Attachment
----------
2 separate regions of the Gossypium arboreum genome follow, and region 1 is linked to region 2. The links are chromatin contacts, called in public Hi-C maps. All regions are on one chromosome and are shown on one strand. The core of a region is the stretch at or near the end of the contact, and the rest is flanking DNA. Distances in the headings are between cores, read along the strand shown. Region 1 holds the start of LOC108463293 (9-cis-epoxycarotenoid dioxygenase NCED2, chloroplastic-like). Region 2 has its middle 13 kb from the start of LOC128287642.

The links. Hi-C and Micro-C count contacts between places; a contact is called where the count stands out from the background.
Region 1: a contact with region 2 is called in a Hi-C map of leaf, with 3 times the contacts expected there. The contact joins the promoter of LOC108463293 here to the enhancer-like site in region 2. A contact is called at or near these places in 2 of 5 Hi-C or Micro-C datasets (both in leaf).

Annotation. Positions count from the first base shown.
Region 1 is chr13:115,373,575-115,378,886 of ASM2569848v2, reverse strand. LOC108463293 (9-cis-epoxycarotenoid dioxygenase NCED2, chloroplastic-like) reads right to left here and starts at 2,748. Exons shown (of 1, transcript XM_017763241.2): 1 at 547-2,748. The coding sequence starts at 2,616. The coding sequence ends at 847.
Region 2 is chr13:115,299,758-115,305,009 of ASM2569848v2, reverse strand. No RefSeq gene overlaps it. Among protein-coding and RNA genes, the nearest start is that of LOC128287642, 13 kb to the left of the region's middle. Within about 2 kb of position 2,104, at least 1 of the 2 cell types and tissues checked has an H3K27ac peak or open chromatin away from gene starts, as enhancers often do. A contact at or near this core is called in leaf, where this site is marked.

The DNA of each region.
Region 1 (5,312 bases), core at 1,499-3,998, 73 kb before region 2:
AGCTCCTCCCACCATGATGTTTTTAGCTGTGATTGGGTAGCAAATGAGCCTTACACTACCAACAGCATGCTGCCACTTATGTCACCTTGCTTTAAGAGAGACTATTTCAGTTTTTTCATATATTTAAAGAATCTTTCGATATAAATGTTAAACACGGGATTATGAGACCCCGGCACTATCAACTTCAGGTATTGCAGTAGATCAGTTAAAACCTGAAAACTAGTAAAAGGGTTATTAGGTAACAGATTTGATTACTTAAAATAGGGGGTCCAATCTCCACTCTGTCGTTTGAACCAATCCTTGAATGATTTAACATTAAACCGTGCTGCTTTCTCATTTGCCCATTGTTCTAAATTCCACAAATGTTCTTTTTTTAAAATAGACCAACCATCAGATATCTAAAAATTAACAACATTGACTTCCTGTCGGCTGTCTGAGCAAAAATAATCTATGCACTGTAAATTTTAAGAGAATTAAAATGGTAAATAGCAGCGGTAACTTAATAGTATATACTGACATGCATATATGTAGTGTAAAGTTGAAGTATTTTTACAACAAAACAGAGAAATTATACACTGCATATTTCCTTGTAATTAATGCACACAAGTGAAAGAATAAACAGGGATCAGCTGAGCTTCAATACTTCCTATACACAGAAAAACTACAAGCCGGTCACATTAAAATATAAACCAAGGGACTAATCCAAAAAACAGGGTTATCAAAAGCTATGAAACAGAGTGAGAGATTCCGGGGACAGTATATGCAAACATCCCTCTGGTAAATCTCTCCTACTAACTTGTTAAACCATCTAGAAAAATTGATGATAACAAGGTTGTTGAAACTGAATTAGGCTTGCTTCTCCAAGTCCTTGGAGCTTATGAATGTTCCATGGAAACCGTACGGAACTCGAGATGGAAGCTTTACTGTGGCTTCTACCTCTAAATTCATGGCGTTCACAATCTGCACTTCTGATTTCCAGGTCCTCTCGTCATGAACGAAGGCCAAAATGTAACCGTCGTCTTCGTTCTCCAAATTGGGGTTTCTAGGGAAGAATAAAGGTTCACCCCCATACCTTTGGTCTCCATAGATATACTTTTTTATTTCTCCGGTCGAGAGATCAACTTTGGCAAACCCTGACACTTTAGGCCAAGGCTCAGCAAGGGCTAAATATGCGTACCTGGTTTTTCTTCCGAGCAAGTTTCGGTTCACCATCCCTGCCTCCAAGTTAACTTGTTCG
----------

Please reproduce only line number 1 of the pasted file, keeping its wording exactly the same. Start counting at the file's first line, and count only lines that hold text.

2 separate regions of the Gossypium arboreum genome follow, and region 1 is linked to region 2. The links are chromatin contacts, called in public Hi-C maps. All regions are on one chromosome and are shown on one strand. The core of a region is the stretch at or near the end of the contact, and the rest is flanking DNA. Distances in the headings are between cores, read along the strand shown. Region 1 holds the start of LOC108463293 (9-cis-epoxycarotenoid dioxygenase NCED2, chloroplastic-like). Region 2 has its middle 13 kb from the start of LOC128287642.